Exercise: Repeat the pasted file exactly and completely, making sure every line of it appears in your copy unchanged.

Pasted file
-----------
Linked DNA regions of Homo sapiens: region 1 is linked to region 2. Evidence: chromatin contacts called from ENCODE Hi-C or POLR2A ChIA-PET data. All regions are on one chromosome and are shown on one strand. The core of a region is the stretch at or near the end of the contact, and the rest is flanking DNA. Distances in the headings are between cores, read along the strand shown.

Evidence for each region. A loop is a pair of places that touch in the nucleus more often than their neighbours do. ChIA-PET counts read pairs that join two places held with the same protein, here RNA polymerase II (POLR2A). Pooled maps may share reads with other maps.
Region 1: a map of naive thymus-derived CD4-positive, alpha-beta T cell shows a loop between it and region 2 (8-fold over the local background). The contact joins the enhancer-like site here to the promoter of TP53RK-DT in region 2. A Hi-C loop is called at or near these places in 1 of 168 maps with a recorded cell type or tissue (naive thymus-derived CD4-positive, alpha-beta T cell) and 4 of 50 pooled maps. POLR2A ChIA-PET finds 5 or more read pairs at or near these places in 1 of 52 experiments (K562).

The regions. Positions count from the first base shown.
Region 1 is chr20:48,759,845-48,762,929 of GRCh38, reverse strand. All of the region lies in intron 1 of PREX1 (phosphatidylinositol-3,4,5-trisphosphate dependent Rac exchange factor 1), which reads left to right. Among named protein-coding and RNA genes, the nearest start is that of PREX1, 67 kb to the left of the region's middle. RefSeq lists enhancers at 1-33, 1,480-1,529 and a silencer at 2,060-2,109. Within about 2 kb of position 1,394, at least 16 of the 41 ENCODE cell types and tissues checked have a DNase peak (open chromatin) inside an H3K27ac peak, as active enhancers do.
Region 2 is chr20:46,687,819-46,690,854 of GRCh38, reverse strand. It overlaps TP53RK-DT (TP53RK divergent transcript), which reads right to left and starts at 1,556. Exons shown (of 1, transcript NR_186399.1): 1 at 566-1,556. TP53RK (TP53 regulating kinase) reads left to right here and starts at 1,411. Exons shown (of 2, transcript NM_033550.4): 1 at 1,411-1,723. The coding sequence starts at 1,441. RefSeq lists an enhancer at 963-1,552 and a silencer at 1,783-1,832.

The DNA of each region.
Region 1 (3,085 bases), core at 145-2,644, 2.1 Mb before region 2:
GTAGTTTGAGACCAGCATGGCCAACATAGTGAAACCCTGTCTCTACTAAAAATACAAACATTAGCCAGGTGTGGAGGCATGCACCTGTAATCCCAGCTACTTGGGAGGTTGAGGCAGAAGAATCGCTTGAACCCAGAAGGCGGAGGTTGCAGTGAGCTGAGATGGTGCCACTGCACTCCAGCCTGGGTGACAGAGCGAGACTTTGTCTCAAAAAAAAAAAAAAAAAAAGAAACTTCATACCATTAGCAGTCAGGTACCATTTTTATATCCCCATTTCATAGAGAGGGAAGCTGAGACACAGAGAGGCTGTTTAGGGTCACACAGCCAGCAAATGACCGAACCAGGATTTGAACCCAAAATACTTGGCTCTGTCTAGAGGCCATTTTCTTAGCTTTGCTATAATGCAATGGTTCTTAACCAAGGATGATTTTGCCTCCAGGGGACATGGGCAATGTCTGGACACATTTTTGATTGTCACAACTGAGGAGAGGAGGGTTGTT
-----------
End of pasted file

Linked DNA regions of Homo sapiens: region 1 is linked to region 2. Evidence: chromatin contacts called from ENCODE Hi-C or POLR2A ChIA-PET data. All regions are on one chromosome and are shown on one strand. The core of a region is the stretch at or near the end of the contact, and the rest is flanking DNA. Distances in the headings are between cores, read along the strand shown.

Evidence for each region. A loop is a pair of places that touch in the nucleus more often than their neighbours do. ChIA-PET counts read pairs that join two places held with the same protein, here RNA polymerase II (POLR2A). Pooled maps may share reads with other maps.
Region 1: a map of naive thymus-derived CD4-positive, alpha-beta T cell shows a loop between it and region 2 (8-fold over the local background). The contact joins the enhancer-like site here to the promoter of TP53RK-DT in region 2. A Hi-C loop is called at or near these places in 1 of 168 maps with a recorded cell type or tissue (naive thymus-derived CD4-positive, alpha-beta T cell) and 4 of 50 pooled maps. POLR2A ChIA-PET finds 5 or more read pairs at or near these places in 1 of 52 experiments (K562).

The regions. Positions count from the first base shown.
Region 1 is chr20:48,759,845-48,762,929 of GRCh38, reverse strand. All of the region lies in intron 1 of PREX1 (phosphatidylinositol-3,4,5-trisphosphate dependent Rac exchange factor 1), which reads left to right. Among named protein-coding and RNA genes, the nearest start is that of PREX1, 67 kb to the left of the region's middle. RefSeq lists enhancers at 1-33, 1,480-1,529 and a silencer at 2,060-2,109. Within about 2 kb of position 1,394, at least 16 of the 41 ENCODE cell types and tissues checked have a DNase peak (open chromatin) inside an H3K27ac peak, as active enhancers do.
Region 2 is chr20:46,687,819-46,690,854 of GRCh38, reverse strand. It overlaps TP53RK-DT (TP53RK divergent transcript), which reads right to left and starts at 1,556. Exons shown (of 1, transcript NR_186399.1): 1 at 566-1,556. TP53RK (TP53 regulating kinase) reads left to right here and starts at 1,411. Exons shown (of 2, transcript NM_033550.4): 1 at 1,411-1,723. The coding sequence starts at 1,441. RefSeq lists an enhancer at 963-1,552 and a silencer at 1,783-1,832.

The DNA of each region.
Region 1 (3,085 bases), core at 145-2,644, 2.1 Mb before region 2:
GTAGTTTGAGACCAGCATGGCCAACATAGTGAAACCCTGTCTCTACTAAAAATACAAACATTAGCCAGGTGTGGAGGCATGCACCTGTAATCCCAGCTACTTGGGAGGTTGAGGCAGAAGAATCGCTTGAACCCAGAAGGCGGAGGTTGCAGTGAGCTGAGATGGTGCCACTGCACTCCAGCCTGGGTGACAGAGCGAGACTTTGTCTCAAAAAAAAAAAAAAAAAAAGAAACTTCATACCATTAGCAGTCAGGTACCATTTTTATATCCCCATTTCATAGAGAGGGAAGCTGAGACACAGAGAGGCTGTTTAGGGTCACACAGCCAGCAAATGACCGAACCAGGATTTGAACCCAAAATACTTGGCTCTGTCTAGAGGCCATTTTCTTAGCTTTGCTATAATGCAATGGTTCTTAACCAAGGATGATTTTGCCTCCAGGGGACATGGGCAATGTCTGGACACATTTTTGATTGTCACAACTGAGGAGAGGAGGGTTGTT